It's downright nice to see the heavies attack with ipponesque intent. We are talking about young people who exceed 120 kilos and move lightly. In fact, many more and faster ippons were recorded among the biggest than in the previous two weights. It is a positive evolution and in the right direction and together they made our morning happy.
Lukas Krpalek defeating Lorenzo Agro Sylvain

The one who was not happy was Lukas Krpalek. The Olympic champion measured 113 kilos, arguably too light for the category and out of shape. His contact with reality was the Italian Lorenzo Agro Sylvain and the Czech judoka suffered an ordeal. He was slow, exhausted and had to face golden score. He almost conceded waza-ari and had to resort to all his technique to score ippon and move in to the next round, where he continued his devious path, this time against the Slovakian Marius Fizel. Besides his experience, there is one thing to always avoid against Krpalek: ne-waza. In floor exercise, the Czech is a master, that's how he won his first Olympic title, at –100kg. Fizel made the mistake of opening a window and Krpalek got into the Slovak's house and won by osae-komi; two victories, but without convincing anyone. The jug went to the fountain so much that in the end it got broken. Krpalek came out defeated against Georgian Gela Zaalishvili in the quarter-finals and the irony is that he lost where he is strongest, in ne-waza by osae-komi. The epilogue of his black day was another defeat that prevented him from fighting for the medals against Finn Martti Puumalainen. 

Gela Zaalishvili defeating Lukas Krpalek

Zaalashvili thought he had done the hard part, but he ran into the Dutchman Jur Spijkers, who drove him crazy while the Georgian kept thinking about Krpalek. The other semi-final was unprecedented in the World Judo Tour between the German Erik Abramov and the Mongolian Tsetsentsengel Odkhuu with victory for the latter. At 21, the Mongolian has already won the grand slams in Abu Dhabi and Paris. The Dutchman was warned that his rival was the favourite and that he would have to bring out his best judo.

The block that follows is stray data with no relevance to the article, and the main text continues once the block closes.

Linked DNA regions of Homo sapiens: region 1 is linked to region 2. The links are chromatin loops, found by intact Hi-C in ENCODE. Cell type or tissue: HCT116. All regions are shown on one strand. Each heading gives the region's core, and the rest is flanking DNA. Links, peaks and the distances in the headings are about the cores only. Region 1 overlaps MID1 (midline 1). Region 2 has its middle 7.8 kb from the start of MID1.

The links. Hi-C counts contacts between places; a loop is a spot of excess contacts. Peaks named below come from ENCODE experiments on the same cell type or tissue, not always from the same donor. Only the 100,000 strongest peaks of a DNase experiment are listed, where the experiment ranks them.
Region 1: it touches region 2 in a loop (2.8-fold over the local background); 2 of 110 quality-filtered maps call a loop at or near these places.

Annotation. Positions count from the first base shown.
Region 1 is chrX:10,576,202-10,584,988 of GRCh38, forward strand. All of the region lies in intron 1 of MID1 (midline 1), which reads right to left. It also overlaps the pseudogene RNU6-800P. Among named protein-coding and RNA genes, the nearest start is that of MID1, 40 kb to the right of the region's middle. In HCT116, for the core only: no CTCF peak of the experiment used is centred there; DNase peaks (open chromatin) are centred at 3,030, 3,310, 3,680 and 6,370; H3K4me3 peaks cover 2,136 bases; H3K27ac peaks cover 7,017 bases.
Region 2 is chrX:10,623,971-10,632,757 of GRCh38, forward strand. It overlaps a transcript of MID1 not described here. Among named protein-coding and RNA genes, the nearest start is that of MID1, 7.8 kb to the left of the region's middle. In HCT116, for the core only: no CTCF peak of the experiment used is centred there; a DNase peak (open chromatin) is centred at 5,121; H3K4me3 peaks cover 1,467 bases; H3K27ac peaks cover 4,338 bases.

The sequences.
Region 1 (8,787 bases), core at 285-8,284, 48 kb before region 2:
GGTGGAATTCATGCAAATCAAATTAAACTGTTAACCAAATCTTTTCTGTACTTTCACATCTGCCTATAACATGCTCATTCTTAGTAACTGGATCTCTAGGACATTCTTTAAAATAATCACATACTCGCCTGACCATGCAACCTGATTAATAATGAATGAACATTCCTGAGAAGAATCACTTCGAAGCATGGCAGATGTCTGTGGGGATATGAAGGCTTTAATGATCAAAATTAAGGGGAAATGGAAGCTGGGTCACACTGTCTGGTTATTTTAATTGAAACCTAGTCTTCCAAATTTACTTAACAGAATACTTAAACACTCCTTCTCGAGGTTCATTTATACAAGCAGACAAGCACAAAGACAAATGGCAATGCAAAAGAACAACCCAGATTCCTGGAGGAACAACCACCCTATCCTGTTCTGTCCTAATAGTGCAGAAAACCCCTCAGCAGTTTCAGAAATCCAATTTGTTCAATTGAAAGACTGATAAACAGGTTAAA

Tsetsentsengel Odkhuu defeating Erik Abramov

Odkhuu is slimmer, Spijkers stockier. The Mongolian was looking for mobility to tire the Dutchman. With his physique, Spijkers is more adept at close range, close quarters. Whoever managed to impose his style would win. What surprised Odkhuu was that Spijkers moved better and faster than he had anticipated and dominated the fight. The Mongolian had to do something to change the dynamics but he couldn't find the answer. Spijkers, on the other hand, pushed even harder and scored ippon, closing a rounded day for the Netherlands, with two golds in a row. As for Spijkers, it was the second time he has won in Zagreb, maybe he will move to  Croatia as it’s such a great place for him. 

Jur Spijkers defeating Tsetsentsengel Odkhuu

Azeri Ushangi Kokauri won the first bronze due to Zaalashvili's absence, who was injured.

Ushangi Kokauri

Abramov (GER) defeated Puumalainen (FIN) in a big way to get his first metal in a grand prix, closing a tournament of enormous quality both in general and in a heavy category that heralds an extraordinary world championships. 

Erik Abramov defeating Martti Puumalainen
Medal, cheques and flowers were presented by Mr Yasuhiro Yamashita, International Judo Federation Executive Committee Member, IOC Member, and Hall of Fame Member and Ms Ana Krauthacker, Deputy General Secretary of the Croatian Judo Federation
See also